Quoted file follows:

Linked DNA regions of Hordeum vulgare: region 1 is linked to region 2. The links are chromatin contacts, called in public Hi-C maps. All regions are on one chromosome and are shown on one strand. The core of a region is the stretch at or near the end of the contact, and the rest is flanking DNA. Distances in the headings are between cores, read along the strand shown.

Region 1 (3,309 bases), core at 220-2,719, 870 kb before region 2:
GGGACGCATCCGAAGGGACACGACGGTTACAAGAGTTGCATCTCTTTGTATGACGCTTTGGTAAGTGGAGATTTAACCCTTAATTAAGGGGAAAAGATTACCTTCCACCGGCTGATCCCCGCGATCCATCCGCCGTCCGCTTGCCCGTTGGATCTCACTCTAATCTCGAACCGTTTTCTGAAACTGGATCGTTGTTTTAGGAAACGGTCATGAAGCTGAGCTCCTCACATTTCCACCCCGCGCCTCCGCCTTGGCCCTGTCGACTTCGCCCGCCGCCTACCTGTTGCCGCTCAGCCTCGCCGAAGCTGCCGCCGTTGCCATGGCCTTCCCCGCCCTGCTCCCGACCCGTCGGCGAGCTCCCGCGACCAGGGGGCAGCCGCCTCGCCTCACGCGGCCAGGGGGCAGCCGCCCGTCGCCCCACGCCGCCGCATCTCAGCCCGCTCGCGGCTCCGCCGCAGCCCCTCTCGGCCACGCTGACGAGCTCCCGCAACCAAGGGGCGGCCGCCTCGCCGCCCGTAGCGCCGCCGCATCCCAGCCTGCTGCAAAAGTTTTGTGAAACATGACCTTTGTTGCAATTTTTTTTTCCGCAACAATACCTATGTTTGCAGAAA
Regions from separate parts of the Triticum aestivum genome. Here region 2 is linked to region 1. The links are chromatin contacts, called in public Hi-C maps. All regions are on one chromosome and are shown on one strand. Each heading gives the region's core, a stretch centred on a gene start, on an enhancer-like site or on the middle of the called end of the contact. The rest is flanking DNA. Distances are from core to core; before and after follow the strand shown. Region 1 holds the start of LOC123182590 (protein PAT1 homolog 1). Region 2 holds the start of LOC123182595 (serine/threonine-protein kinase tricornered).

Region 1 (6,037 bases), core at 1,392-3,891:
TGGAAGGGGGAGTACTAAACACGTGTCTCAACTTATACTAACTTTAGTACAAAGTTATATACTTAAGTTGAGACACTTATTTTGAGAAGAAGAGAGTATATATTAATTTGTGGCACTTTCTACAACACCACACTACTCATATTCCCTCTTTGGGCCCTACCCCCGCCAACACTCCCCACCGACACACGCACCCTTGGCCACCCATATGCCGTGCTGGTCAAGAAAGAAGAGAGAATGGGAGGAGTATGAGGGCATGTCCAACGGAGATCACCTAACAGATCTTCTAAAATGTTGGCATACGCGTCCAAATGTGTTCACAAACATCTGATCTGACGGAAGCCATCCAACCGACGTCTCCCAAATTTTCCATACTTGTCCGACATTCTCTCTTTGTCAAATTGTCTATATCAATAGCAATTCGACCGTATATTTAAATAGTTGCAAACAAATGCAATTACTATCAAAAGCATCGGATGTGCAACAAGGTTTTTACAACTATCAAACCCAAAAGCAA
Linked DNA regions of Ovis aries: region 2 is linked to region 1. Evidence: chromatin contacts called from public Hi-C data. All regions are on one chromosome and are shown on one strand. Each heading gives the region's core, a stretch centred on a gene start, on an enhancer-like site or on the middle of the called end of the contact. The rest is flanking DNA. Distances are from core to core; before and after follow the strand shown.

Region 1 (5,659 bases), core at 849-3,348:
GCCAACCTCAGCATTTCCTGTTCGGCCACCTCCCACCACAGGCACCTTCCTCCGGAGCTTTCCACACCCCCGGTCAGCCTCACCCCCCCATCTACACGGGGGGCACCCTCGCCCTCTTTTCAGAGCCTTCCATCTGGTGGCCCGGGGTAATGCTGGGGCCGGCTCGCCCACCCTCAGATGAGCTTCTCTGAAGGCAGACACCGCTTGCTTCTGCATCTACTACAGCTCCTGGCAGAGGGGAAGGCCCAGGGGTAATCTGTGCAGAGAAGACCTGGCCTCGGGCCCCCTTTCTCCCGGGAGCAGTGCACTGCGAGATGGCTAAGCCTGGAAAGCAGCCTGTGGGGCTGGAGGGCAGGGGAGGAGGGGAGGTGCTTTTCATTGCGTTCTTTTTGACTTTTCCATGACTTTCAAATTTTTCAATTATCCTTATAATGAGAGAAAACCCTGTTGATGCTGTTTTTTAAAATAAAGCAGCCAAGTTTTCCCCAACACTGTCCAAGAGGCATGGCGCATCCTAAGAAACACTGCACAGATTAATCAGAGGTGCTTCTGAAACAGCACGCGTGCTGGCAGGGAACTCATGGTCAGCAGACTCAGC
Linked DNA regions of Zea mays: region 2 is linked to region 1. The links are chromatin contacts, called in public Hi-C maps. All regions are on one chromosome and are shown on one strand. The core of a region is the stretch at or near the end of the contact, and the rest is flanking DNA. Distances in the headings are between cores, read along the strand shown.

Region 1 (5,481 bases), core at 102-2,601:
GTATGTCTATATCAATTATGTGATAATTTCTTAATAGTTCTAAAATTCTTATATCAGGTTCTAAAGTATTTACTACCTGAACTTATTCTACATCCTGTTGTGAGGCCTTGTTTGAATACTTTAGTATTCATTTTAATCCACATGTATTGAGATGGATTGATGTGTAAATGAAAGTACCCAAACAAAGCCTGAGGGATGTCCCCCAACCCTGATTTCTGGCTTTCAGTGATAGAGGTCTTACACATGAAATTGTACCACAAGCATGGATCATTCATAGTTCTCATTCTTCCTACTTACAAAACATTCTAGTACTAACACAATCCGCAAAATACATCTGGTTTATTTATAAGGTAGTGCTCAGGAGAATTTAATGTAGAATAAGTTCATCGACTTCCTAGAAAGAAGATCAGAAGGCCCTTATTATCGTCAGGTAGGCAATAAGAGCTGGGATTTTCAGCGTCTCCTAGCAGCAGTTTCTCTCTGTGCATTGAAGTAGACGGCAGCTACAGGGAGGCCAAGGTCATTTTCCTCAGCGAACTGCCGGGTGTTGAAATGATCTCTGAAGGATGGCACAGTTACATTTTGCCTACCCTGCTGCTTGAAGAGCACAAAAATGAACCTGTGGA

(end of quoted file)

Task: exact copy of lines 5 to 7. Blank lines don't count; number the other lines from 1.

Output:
Region 1 (6,037 bases), core at 1,392-3,891:
TGGAAGGGGGAGTACTAAACACGTGTCTCAACTTATACTAACTTTAGTACAAAGTTATATACTTAAGTTGAGACACTTATTTTGAGAAGAAGAGAGTATATATTAATTTGTGGCACTTTCTACAACACCACACTACTCATATTCCCTCTTTGGGCCCTACCCCCGCCAACACTCCCCACCGACACACGCACCCTTGGCCACCCATATGCCGTGCTGGTCAAGAAAGAAGAGAGAATGGGAGGAGTATGAGGGCATGTCCAACGGAGATCACCTAACAGATCTTCTAAAATGTTGGCATACGCGTCCAAATGTGTTCACAAACATCTGATCTGACGGAAGCCATCCAACCGACGTCTCCCAAATTTTCCATACTTGTCCGACATTCTCTCTTTGTCAAATTGTCTATATCAATAGCAATTCGACCGTATATTTAAATAGTTGCAAACAAATGCAATTACTATCAAAAGCATCGGATGTGCAACAAGGTTTTTACAACTATCAAACCCAAAAGCAA
Linked DNA regions of Ovis aries: region 2 is linked to region 1. Evidence: chromatin contacts called from public Hi-C data. All regions are on one chromosome and are shown on one strand. Each heading gives the region's core, a stretch centred on a gene start, on an enhancer-like site or on the middle of the called end of the contact. The rest is flanking DNA. Distances are from core to core; before and after follow the strand shown.